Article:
This part of the WAI kaupapa was often the hardest for those outside their space to grasp. It was regularly assumed that when a group like this (understood as ‘broken and vulnerable’ because of their experiences) made art, it must be to help them feel better. At the very least it was perceived to be therapeutic. Such connotations around the implicit connection between art and therapy can pathologise both the art and the maker.

The space for dialogue opened by WAI was of central importance in relation to violence against women. In 2019 the conversation around gender, culture, and colonisation alongside violence still created a challenge for many. The statistics showed one in three New Zealand women experiencing violence at some stage in their lifetime, and these numbers were not decreasing. Government funding was directed mainly into crisis responses; women were routinely expected to ‘move on’, ‘get over it’ and ‘put it behind them’ once the crisis was over.

Violence, however, has no neat end. Women may walk away from the perpetrator, but oppression, economic deprivation, fear, misrepresentation, isolation, negative social responses, ongoing power and control, and marginalisation can follow for many years. Violence impacts on identities and the capacity to reclaim these. Post-crisis community-based responses such as WAI, often undervalued and unsupported, play a desperately needed role.

As a grassroots community organisation, WAI was voluntarily facilitated by Seccombe and another member in Manawatū, and Vonny Paul in Marlborough. Expenses such as studio hire, art materials, tea and coffee, and exhibition costs were applied for on a rolling yearly basis. Members were used to making do with free, recycled, and donated materials, and living with the regular stress of wondering where the next rent payment would come from. Somehow it worked and the two groups survived.  

Every year exhibitions were held (11 by 2019), with themes addressing many difficult and complex lived aspects of the violence experienced. Involving a wide range of media, the works were powerful, vulnerable, beautiful, fierce, confronting, and sometimes raw. The quality was consistently high – many of the members had arts qualifications and/or had spent years as makers. Their aspirations and ideas were limited only by their access to equitable funding. Exhibited art works were rarely for sale – for many women, these works were deeply personal and too hard to let go.

WAI offered a crucial, authentic, and knowledgeable voice within the discourses of both violence and art. Using art as a process of connection, a space for creation, and public education, the two communities in the collective held open an honest space for others to speak their truths, for perspectives to shift, and for transformative change to occur in the way women and children were viewed, understood, and responded to when they disclosed experiences of violence. Through their art making, WAI members challenged the common, negative understandings of how violence affects victims. Their artworks represented the many active, courageous, protective, creative, subtle, and thoughtful ways in which women resisted violence and fought for their sanity and safety, upholding dignity and honouring autonomy. [1]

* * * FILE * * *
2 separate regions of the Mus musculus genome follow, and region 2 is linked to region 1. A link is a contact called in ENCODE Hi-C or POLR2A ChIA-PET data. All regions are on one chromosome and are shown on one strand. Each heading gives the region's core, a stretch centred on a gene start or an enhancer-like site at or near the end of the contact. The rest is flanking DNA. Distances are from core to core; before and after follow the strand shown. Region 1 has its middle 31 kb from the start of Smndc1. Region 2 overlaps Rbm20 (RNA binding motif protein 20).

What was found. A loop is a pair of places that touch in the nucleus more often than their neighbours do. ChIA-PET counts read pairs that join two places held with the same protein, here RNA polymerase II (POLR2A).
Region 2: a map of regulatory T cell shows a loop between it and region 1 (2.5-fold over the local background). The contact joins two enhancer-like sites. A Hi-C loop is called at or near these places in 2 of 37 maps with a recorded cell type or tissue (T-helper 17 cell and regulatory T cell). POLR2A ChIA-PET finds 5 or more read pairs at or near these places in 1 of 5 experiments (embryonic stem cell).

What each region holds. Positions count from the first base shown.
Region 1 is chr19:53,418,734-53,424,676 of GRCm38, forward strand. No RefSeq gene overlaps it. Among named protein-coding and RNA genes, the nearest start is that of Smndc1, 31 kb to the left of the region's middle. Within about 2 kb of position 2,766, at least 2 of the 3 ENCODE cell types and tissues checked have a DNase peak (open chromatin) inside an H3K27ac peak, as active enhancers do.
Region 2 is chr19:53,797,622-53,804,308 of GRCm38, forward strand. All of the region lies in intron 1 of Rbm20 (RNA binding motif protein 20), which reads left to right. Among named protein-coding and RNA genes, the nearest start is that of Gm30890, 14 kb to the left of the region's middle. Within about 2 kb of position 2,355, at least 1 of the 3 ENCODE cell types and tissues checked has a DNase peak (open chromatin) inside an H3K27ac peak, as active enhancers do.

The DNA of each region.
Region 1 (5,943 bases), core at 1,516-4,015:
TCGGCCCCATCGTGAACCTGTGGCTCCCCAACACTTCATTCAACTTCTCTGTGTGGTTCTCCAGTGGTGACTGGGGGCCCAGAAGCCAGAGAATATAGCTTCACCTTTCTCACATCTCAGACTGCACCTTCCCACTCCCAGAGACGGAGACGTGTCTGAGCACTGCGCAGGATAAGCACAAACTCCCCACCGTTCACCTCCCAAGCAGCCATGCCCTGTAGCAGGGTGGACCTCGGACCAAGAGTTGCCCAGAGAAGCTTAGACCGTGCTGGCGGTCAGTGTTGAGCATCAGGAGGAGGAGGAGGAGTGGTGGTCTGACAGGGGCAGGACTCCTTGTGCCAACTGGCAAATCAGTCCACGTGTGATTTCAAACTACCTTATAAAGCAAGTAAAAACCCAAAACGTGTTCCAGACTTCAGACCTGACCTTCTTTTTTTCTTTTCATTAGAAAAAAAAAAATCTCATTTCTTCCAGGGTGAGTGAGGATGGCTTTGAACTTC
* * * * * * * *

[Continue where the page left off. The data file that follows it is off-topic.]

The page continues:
Six years after the small WAI seed was planted in 2013, it had grown into a sturdy many-branched vine, weaving its way through the WAI approach in both locations – flourishing, dying back, resting, and regenerating.

Karen Seccombe on behalf of the Women’s Art Initiative Collective


[1] The WAI model of practice, refined over seven years of working together for social justice, is recorded in a series of guidebooks and discussed in depth in Seccombe, 2018.

Unpublished sources

Seccombe, Karen, ‘The Clarity of Light: A personal response to the social justice work of WAI – the Women’s Art Initiative’, unpublished Creative Arts PhD thesis, Massey University, 2018. Available from:

Published sources

Forrester, Georgia, ‘Women take stand against violence at Palmerston North art exhibition’, Stuff, 3 Nov. 2017,

Hulbert, Paula, ‘Strong women thrive at art initiative’, Stuff, 22 Aug. 2018,

McIntyre [later Seccombe], Karen, ‘Painting indignity / painting in dignity: Art-making in response to gender-based violence’, Women’s Studies Journal Vol. 29 No. 2, Dec. 2015, 60–69,

Massey University News, ‘Public lectures showcase exceptional doctoral research’, Massey University, 15 May 2019,

Thomas, Carly, ‘The women will speak and the words will be strong’, Stuff, 9 Nov. 2016,

Thomas, Carly, ‘The light, the woman and the wardrobe’, Stuff, 25 Jan. 2018,

Thomas, Carly, ‘A collective of women lay down a challenge’, Stuff, 10 Nov. 2018,

Further information

Response-Based Practice website:

WAI Facebook page:

WAI Marlborough Instagram: